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Published April 15, 1999 | public
Journal Article

Sonochemical Degradation Rates of Volatile Solutes


We report degradation rates of chlorinated methanes, ethanes, and ethenes -- spanning the range of Henry's law constants 0.9 ≤ H/(atm M^(-1)) ≤ 24.5 -- in water solutions sonicated at f = 205, 358, 618, and 1078 kHz. First-order degradation rate constants, k-X, vary as k_(-X) ∼ H_X^(0.30±0.03) at all frequencies, change with f by less than a factor of 2 in this range, and peak at about 600 kHz for all species. We show that experimental rates are consistent with (1) complete decomposition of the solute contained in collapsing bubbles, (2) about 15% ultrasound power efficiency for transient cavitation, and (3) a rather flat N(R_o) ∝ R_o^n,n ∼ 0, initial radius bubble distribution under continuous sonication. The solute content of collapsing bubbles is composed of the equilibrated vapor at R_o, plus the amount incorporated by diffusion from the surrounding solution during the acoustically driven expansion from R_o to R_(max), the maximum radius attained prior to collapse. The finding that k_(-X)'s decline above 600 kHz is ascribed to the fact that increasingly smaller bubbles collapse at rates reaching a limiting value at sufficiently high frequencies.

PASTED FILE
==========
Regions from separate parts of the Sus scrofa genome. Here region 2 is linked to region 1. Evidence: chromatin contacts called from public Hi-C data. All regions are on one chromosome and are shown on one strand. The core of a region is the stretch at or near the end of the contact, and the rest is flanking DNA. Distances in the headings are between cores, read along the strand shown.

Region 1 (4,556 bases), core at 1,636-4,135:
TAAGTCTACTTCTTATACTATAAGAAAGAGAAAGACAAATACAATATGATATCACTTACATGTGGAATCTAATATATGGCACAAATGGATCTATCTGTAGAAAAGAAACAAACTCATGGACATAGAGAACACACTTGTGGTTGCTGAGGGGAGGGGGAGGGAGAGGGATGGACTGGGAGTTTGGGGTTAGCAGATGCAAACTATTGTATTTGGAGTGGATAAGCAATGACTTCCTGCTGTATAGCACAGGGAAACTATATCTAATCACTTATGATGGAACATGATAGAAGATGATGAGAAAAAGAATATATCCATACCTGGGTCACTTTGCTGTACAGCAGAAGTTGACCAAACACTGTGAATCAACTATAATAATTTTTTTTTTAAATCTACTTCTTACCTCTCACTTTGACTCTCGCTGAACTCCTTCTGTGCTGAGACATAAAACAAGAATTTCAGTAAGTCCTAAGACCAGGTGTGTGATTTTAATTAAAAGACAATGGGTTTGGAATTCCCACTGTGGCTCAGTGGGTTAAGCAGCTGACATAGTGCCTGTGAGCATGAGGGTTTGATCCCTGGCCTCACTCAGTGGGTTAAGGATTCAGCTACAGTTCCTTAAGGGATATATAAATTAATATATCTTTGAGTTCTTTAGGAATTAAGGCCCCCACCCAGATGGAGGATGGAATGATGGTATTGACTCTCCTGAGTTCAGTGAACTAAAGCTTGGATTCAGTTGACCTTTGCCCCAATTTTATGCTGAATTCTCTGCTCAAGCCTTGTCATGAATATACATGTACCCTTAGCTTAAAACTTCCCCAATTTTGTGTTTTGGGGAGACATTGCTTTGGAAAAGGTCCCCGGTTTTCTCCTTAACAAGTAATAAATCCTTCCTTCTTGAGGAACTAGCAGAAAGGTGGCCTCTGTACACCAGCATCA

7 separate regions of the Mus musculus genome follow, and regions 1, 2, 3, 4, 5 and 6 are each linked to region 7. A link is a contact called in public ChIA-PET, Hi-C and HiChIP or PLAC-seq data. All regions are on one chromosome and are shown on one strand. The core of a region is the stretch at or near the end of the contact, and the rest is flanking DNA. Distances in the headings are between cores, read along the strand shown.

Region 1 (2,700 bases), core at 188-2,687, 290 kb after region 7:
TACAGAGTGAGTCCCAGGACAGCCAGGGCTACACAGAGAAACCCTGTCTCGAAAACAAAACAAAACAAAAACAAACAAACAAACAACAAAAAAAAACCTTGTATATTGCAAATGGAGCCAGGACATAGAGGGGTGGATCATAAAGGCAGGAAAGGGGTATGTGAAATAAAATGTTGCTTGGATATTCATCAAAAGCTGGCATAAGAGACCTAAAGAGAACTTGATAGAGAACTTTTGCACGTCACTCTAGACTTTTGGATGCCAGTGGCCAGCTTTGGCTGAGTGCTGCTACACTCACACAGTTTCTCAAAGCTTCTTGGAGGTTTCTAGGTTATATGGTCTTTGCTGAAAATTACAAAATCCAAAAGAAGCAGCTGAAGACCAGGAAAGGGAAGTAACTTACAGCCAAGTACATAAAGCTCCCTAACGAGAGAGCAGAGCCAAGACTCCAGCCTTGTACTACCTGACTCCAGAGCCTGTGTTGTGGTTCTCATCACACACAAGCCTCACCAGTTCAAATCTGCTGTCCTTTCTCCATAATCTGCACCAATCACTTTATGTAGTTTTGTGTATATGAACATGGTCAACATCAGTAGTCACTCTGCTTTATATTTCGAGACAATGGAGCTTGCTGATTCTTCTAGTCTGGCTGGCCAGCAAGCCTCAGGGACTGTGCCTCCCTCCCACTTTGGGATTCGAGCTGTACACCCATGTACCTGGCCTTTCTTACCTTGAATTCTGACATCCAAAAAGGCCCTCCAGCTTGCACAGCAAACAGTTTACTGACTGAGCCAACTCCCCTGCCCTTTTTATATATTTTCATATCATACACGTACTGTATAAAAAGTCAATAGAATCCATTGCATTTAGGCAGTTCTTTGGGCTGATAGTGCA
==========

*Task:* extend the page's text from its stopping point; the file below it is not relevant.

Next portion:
Additional Information

© 1999 American Chemical Society. Received: October 29, 1998; In Final Form: February 3, 1999. Financial support for this research was provided by the U.S. Department of Energy (DOE 1 963772 402).

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